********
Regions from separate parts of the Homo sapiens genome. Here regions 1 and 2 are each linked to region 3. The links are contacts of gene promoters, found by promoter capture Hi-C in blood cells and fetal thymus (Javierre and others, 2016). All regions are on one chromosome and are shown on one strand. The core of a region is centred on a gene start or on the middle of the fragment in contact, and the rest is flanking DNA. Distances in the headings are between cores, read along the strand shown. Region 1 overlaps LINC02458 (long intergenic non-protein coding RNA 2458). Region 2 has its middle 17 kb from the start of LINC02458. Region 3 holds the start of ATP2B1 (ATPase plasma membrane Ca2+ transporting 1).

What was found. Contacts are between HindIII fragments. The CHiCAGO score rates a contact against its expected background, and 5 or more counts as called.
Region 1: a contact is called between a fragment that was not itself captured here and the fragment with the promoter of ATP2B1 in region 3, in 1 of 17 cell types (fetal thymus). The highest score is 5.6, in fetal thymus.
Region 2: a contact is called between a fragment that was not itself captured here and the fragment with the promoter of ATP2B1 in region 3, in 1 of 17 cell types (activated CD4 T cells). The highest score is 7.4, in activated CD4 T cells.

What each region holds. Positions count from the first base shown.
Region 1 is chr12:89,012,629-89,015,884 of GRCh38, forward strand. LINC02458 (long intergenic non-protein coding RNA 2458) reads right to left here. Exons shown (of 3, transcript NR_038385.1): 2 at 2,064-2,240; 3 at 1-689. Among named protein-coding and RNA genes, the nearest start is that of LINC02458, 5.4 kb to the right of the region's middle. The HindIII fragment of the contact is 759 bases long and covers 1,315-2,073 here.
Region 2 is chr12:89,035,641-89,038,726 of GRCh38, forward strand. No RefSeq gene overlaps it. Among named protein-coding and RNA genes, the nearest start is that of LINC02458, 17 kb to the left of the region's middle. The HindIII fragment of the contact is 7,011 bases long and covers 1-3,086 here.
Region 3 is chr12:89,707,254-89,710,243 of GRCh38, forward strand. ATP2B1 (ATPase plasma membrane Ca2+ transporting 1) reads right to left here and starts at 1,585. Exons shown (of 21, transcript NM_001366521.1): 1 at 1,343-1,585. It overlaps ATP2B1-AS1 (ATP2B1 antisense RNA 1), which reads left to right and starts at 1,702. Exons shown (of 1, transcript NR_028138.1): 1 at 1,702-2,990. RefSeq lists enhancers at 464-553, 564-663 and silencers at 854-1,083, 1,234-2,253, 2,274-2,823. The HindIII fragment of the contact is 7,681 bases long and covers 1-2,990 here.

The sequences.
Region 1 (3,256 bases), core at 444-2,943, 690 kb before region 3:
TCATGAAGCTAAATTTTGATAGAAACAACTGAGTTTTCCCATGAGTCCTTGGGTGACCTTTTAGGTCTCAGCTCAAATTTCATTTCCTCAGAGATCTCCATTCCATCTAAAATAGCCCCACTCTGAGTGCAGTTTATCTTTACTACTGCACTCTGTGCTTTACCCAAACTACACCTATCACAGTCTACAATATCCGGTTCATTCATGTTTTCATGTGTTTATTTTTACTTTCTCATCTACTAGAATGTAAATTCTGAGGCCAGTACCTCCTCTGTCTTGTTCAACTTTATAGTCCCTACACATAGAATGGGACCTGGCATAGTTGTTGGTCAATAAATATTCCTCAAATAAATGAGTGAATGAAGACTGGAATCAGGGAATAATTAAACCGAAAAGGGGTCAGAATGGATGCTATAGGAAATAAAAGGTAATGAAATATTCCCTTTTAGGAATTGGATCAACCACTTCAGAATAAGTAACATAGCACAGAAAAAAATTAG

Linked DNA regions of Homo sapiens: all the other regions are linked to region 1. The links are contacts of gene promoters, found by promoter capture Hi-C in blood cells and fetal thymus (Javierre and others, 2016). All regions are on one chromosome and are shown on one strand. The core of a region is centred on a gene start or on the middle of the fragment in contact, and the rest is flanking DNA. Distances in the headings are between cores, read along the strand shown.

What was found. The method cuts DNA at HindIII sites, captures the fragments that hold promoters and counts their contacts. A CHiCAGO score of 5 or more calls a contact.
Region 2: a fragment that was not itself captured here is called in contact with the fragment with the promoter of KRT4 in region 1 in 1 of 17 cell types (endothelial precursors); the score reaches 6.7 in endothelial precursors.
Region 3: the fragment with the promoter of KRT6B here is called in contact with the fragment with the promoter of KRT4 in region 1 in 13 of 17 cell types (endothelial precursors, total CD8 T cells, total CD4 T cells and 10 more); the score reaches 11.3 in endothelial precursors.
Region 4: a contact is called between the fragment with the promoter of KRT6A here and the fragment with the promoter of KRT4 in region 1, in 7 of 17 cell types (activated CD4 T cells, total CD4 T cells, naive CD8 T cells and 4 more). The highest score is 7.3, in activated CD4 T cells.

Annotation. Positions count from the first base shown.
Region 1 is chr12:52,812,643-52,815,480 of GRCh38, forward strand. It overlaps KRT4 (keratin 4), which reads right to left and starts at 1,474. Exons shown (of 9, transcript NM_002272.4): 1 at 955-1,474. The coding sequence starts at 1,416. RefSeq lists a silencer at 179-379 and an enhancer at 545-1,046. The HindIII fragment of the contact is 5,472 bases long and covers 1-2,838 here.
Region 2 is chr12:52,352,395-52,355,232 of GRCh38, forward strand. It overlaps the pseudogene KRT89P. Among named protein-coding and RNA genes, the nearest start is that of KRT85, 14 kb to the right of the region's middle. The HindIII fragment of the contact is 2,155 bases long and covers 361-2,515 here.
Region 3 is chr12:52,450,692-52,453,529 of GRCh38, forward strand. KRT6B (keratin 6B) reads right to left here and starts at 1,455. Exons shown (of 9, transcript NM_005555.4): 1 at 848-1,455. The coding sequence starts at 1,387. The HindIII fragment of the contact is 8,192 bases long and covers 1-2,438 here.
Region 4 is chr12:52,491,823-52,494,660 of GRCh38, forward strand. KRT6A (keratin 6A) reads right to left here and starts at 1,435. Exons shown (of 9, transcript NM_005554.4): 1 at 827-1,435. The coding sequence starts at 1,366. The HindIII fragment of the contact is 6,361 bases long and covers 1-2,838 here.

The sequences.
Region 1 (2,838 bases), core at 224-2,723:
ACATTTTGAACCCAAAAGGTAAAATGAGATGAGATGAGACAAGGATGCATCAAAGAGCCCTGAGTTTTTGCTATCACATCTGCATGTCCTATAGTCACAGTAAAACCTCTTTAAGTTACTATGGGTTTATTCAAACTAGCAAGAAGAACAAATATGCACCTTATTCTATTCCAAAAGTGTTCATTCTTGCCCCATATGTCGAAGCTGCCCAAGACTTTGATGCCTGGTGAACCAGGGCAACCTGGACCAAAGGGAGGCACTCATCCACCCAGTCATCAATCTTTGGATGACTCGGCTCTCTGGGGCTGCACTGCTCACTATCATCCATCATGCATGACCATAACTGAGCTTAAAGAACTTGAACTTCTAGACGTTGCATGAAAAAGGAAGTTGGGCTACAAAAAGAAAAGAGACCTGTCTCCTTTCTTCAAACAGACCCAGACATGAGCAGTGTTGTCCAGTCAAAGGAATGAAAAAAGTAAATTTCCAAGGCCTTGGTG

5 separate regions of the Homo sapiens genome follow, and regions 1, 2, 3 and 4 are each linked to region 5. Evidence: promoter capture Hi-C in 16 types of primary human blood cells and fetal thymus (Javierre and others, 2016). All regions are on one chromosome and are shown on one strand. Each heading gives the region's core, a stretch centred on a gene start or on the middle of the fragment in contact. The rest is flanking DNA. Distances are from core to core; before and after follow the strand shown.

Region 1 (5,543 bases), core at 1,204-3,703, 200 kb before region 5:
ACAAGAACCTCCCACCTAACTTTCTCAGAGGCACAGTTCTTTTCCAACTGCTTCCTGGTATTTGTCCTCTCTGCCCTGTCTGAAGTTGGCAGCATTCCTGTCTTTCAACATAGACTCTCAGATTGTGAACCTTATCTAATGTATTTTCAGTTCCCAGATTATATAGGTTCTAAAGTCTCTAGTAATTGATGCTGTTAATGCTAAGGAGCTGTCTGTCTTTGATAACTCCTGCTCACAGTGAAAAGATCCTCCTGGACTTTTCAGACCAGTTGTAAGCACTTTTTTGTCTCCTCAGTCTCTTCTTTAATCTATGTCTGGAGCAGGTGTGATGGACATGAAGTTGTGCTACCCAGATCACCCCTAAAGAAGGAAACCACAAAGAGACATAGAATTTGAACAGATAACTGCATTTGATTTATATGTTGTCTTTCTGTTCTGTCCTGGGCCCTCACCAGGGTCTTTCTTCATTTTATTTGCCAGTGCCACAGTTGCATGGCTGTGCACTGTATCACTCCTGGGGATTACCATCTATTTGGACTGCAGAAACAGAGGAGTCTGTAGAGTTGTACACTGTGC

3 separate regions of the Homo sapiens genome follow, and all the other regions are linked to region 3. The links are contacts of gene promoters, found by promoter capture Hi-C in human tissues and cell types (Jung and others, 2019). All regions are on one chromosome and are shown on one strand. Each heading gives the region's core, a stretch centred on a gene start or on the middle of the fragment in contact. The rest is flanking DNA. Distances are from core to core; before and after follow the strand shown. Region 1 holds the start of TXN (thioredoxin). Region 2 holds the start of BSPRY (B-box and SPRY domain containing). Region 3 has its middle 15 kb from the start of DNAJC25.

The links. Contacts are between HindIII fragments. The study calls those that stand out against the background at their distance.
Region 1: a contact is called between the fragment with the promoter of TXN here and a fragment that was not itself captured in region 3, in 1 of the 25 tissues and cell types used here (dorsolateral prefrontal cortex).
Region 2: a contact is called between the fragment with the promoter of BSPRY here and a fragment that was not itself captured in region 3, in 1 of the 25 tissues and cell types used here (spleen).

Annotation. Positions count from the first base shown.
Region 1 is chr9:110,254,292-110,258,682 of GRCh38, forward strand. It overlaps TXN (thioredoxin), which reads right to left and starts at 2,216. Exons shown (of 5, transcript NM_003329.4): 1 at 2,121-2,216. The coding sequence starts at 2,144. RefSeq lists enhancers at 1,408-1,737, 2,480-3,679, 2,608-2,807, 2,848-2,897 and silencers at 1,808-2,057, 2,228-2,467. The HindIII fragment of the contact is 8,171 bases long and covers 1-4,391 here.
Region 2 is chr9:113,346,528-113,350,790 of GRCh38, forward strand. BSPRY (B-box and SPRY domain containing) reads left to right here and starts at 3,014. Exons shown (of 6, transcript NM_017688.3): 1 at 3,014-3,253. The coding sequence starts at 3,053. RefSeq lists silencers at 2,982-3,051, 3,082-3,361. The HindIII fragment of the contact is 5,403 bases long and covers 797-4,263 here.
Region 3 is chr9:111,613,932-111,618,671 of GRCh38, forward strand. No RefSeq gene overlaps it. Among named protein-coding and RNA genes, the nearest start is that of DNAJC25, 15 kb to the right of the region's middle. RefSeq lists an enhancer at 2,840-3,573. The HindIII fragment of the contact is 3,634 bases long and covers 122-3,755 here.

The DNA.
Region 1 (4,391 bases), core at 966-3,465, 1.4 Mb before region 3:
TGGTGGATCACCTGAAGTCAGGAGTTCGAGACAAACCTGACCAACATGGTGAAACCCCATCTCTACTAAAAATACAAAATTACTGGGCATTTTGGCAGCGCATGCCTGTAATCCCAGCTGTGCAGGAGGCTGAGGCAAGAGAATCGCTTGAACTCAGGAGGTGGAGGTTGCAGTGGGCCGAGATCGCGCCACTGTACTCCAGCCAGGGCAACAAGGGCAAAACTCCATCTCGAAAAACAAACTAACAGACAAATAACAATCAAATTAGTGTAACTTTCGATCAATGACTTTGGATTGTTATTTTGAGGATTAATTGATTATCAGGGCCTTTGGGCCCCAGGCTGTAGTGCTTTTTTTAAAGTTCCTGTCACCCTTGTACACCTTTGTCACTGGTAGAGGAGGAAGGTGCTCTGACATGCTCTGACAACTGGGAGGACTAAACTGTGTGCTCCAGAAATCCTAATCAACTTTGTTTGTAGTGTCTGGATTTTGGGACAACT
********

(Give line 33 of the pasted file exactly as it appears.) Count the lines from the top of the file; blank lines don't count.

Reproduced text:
Region 1 is chr9:110,254,292-110,258,682 of GRCh38, forward strand. It overlaps TXN (thioredoxin), which reads right to left and starts at 2,216. Exons shown (of 5, transcript NM_003329.4): 1 at 2,121-2,216. The coding sequence starts at 2,144. RefSeq lists enhancers at 1,408-1,737, 2,480-3,679, 2,608-2,807, 2,848-2,897 and silencers at 1,808-2,057, 2,228-2,467. The HindIII fragment of the contact is 8,171 bases long and covers 1-4,391 here.